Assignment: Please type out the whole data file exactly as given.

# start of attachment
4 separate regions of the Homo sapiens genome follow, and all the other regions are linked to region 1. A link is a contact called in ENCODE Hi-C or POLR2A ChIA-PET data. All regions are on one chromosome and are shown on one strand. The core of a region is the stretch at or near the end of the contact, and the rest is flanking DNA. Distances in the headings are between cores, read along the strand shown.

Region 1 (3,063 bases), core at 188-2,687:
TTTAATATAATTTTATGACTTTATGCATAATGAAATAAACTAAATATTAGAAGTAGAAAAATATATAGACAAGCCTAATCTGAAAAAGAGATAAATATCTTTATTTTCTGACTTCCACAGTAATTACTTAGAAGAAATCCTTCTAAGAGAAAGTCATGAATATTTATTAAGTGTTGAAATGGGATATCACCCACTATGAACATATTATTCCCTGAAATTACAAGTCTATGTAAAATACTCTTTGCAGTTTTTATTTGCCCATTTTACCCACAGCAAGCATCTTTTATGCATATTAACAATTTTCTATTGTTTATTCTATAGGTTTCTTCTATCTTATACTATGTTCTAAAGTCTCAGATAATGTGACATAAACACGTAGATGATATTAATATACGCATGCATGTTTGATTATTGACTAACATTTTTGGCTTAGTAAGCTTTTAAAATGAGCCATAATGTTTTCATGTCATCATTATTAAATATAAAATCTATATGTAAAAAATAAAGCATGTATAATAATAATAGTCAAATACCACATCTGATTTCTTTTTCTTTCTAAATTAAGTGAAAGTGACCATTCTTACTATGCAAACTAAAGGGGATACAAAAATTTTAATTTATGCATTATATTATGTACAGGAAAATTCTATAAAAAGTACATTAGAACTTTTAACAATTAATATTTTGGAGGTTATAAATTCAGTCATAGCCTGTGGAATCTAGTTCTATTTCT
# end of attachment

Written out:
4 separate regions of the Homo sapiens genome follow, and all the other regions are linked to region 1. A link is a contact called in ENCODE Hi-C or POLR2A ChIA-PET data. All regions are on one chromosome and are shown on one strand. The core of a region is the stretch at or near the end of the contact, and the rest is flanking DNA. Distances in the headings are between cores, read along the strand shown.

Region 1 (3,063 bases), core at 188-2,687:
TTTAATATAATTTTATGACTTTATGCATAATGAAATAAACTAAATATTAGAAGTAGAAAAATATATAGACAAGCCTAATCTGAAAAAGAGATAAATATCTTTATTTTCTGACTTCCACAGTAATTACTTAGAAGAAATCCTTCTAAGAGAAAGTCATGAATATTTATTAAGTGTTGAAATGGGATATCACCCACTATGAACATATTATTCCCTGAAATTACAAGTCTATGTAAAATACTCTTTGCAGTTTTTATTTGCCCATTTTACCCACAGCAAGCATCTTTTATGCATATTAACAATTTTCTATTGTTTATTCTATAGGTTTCTTCTATCTTATACTATGTTCTAAAGTCTCAGATAATGTGACATAAACACGTAGATGATATTAATATACGCATGCATGTTTGATTATTGACTAACATTTTTGGCTTAGTAAGCTTTTAAAATGAGCCATAATGTTTTCATGTCATCATTATTAAATATAAAATCTATATGTAAAAAATAAAGCATGTATAATAATAATAGTCAAATACCACATCTGATTTCTTTTTCTTTCTAAATTAAGTGAAAGTGACCATTCTTACTATGCAAACTAAAGGGGATACAAAAATTTTAATTTATGCATTATATTATGTACAGGAAAATTCTATAAAAAGTACATTAGAACTTTTAACAATTAATATTTTGGAGGTTATAAATTCAGTCATAGCCTGTGGAATCTAGTTCTATTTCT